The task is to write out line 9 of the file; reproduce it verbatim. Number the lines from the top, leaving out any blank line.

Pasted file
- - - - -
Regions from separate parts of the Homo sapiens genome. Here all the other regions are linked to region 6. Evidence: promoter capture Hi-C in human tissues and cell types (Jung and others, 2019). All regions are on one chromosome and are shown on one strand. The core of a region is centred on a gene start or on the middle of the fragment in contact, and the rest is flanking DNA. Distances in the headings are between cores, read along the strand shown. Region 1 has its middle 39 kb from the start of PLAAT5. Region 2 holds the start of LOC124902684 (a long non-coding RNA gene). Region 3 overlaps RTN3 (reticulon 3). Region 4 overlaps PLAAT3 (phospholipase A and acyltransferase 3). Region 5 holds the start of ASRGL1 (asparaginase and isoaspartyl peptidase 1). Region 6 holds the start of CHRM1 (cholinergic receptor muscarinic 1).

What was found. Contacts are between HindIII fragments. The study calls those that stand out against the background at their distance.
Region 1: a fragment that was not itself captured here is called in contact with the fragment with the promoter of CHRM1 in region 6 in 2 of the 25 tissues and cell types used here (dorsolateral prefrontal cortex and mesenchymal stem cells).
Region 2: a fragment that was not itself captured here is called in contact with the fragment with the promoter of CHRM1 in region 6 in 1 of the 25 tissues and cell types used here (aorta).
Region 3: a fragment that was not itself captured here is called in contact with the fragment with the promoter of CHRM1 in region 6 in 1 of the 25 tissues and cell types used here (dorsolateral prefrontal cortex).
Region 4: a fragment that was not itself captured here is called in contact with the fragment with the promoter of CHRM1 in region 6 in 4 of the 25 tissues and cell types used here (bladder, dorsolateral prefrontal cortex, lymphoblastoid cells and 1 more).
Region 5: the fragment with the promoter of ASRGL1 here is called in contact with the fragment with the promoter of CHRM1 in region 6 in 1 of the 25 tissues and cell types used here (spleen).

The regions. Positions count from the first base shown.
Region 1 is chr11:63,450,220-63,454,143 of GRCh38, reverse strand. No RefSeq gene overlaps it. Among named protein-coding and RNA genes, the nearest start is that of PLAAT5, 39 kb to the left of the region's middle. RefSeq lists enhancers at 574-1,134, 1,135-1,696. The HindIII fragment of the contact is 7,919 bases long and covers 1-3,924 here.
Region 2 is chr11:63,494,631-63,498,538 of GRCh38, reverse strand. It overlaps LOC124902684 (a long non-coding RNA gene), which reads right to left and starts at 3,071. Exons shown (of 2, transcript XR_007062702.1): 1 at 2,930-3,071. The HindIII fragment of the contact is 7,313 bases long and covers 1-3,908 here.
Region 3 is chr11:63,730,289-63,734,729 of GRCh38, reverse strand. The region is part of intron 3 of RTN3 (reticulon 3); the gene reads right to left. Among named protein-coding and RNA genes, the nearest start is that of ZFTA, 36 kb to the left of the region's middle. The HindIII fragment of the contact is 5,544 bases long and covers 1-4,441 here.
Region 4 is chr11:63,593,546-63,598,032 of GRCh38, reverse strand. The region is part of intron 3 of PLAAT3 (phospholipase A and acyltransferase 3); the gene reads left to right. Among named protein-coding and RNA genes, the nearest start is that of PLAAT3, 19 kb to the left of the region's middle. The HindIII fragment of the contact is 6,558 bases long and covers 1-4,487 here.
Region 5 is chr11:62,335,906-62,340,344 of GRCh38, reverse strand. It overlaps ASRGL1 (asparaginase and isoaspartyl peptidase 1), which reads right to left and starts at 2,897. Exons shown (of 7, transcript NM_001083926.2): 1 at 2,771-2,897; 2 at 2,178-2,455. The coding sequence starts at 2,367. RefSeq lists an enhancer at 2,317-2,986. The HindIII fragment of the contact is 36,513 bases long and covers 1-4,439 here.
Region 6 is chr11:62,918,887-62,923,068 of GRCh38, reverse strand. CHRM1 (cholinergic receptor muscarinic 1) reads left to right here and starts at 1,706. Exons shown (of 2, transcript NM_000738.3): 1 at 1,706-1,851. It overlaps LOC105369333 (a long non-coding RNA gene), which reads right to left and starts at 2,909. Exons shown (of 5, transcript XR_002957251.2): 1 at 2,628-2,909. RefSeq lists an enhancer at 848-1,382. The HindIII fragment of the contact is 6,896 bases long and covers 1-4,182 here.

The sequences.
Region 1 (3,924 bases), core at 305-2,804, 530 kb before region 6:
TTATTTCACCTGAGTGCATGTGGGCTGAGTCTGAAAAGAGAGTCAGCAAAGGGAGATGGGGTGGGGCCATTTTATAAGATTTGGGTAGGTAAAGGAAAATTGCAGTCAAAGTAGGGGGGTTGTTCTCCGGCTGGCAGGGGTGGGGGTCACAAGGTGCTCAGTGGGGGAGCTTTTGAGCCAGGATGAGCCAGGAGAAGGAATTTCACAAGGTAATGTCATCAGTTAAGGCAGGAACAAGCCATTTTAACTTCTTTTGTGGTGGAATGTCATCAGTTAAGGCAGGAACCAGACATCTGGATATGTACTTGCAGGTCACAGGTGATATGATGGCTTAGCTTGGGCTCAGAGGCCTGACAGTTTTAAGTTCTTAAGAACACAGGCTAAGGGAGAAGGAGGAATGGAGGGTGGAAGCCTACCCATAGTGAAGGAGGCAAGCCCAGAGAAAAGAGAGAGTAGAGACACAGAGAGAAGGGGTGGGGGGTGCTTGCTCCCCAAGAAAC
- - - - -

Region 1 is chr11:63,450,220-63,454,143 of GRCh38, reverse strand. No RefSeq gene overlaps it. Among named protein-coding and RNA genes, the nearest start is that of PLAAT5, 39 kb to the left of the region's middle. RefSeq lists enhancers at 574-1,134, 1,135-1,696. The HindIII fragment of the contact is 7,919 bases long and covers 1-3,924 here.